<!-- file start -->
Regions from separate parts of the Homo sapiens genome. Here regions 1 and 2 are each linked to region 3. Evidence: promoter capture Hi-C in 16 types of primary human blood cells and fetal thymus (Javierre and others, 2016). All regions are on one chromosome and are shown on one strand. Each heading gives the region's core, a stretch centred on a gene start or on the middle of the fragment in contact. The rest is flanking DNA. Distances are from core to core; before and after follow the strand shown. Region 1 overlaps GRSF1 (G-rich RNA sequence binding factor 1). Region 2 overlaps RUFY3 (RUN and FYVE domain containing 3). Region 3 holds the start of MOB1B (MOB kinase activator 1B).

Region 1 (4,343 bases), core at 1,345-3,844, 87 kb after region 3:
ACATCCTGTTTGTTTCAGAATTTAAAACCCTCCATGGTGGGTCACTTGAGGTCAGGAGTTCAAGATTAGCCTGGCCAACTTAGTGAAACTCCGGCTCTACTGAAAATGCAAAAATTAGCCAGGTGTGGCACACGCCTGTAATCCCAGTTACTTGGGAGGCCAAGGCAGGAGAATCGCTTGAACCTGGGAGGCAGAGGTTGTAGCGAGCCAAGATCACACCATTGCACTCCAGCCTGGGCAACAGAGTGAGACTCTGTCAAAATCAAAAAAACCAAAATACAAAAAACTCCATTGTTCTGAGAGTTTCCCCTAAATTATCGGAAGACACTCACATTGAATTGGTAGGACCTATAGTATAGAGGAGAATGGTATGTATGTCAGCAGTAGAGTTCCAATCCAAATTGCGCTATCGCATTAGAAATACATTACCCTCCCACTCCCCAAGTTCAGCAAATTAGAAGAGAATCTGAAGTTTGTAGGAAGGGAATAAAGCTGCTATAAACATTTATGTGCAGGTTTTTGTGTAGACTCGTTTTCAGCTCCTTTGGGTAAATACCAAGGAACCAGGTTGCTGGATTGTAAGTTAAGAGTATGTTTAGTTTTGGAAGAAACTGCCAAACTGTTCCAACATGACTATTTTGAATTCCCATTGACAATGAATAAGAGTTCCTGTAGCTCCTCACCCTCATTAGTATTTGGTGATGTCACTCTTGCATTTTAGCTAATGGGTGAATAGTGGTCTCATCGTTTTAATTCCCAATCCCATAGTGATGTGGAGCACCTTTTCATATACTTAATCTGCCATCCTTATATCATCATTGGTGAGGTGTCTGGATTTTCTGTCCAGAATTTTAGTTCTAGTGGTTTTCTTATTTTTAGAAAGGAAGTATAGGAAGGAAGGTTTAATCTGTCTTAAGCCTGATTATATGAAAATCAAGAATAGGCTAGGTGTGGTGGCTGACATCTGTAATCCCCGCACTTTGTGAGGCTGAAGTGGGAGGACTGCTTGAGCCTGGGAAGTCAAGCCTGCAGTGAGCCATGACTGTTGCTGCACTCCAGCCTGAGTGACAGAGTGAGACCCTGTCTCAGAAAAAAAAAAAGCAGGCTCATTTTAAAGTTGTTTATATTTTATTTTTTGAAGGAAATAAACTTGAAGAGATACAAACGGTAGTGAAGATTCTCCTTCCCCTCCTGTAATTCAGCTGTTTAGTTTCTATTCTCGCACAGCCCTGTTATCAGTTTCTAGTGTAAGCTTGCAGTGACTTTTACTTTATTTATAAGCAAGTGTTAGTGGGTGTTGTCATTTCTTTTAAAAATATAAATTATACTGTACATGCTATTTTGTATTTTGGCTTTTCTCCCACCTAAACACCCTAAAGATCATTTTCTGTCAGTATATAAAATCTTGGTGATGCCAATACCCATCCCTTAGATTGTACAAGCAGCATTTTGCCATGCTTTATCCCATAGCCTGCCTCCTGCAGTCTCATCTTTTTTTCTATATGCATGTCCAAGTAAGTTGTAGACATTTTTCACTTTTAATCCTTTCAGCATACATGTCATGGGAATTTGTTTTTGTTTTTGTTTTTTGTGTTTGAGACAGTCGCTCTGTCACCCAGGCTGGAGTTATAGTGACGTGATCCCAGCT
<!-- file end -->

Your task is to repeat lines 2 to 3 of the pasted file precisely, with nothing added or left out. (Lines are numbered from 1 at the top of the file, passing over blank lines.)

Region 1 (4,343 bases), core at 1,345-3,844, 87 kb after region 3:
ACATCCTGTTTGTTTCAGAATTTAAAACCCTCCATGGTGGGTCACTTGAGGTCAGGAGTTCAAGATTAGCCTGGCCAACTTAGTGAAACTCCGGCTCTACTGAAAATGCAAAAATTAGCCAGGTGTGGCACACGCCTGTAATCCCAGTTACTTGGGAGGCCAAGGCAGGAGAATCGCTTGAACCTGGGAGGCAGAGGTTGTAGCGAGCCAAGATCACACCATTGCACTCCAGCCTGGGCAACAGAGTGAGACTCTGTCAAAATCAAAAAAACCAAAATACAAAAAACTCCATTGTTCTGAGAGTTTCCCCTAAATTATCGGAAGACACTCACATTGAATTGGTAGGACCTATAGTATAGAGGAGAATGGTATGTATGTCAGCAGTAGAGTTCCAATCCAAATTGCGCTATCGCATTAGAAATACATTACCCTCCCACTCCCCAAGTTCAGCAAATTAGAAGAGAATCTGAAGTTTGTAGGAAGGGAATAAAGCTGCTATAAACATTTATGTGCAGGTTTTTGTGTAGACTCGTTTTCAGCTCCTTTGGGTAAATACCAAGGAACCAGGTTGCTGGATTGTAAGTTAAGAGTATGTTTAGTTTTGGAAGAAACTGCCAAACTGTTCCAACATGACTATTTTGAATTCCCATTGACAATGAATAAGAGTTCCTGTAGCTCCTCACCCTCATTAGTATTTGGTGATGTCACTCTTGCATTTTAGCTAATGGGTGAATAGTGGTCTCATCGTTTTAATTCCCAATCCCATAGTGATGTGGAGCACCTTTTCATATACTTAATCTGCCATCCTTATATCATCATTGGTGAGGTGTCTGGATTTTCTGTCCAGAATTTTAGTTCTAGTGGTTTTCTTATTTTTAGAAAGGAAGTATAGGAAGGAAGGTTTAATCTGTCTTAAGCCTGATTATATGAAAATCAAGAATAGGCTAGGTGTGGTGGCTGACATCTGTAATCCCCGCACTTTGTGAGGCTGAAGTGGGAGGACTGCTTGAGCCTGGGAAGTCAAGCCTGCAGTGAGCCATGACTGTTGCTGCACTCCAGCCTGAGTGACAGAGTGAGACCCTGTCTCAGAAAAAAAAAAAGCAGGCTCATTTTAAAGTTGTTTATATTTTATTTTTTGAAGGAAATAAACTTGAAGAGATACAAACGGTAGTGAAGATTCTCCTTCCCCTCCTGTAATTCAGCTGTTTAGTTTCTATTCTCGCACAGCCCTGTTATCAGTTTCTAGTGTAAGCTTGCAGTGACTTTTACTTTATTTATAAGCAAGTGTTAGTGGGTGTTGTCATTTCTTTTAAAAATATAAATTATACTGTACATGCTATTTTGTATTTTGGCTTTTCTCCCACCTAAACACCCTAAAGATCATTTTCTGTCAGTATATAAAATCTTGGTGATGCCAATACCCATCCCTTAGATTGTACAAGCAGCATTTTGCCATGCTTTATCCCATAGCCTGCCTCCTGCAGTCTCATCTTTTTTTCTATATGCATGTCCAAGTAAGTTGTAGACATTTTTCACTTTTAATCCTTTCAGCATACATGTCATGGGAATTTGTTTTTGTTTTTGTTTTTTGTGTTTGAGACAGTCGCTCTGTCACCCAGGCTGGAGTTATAGTGACGTGATCCCAGCT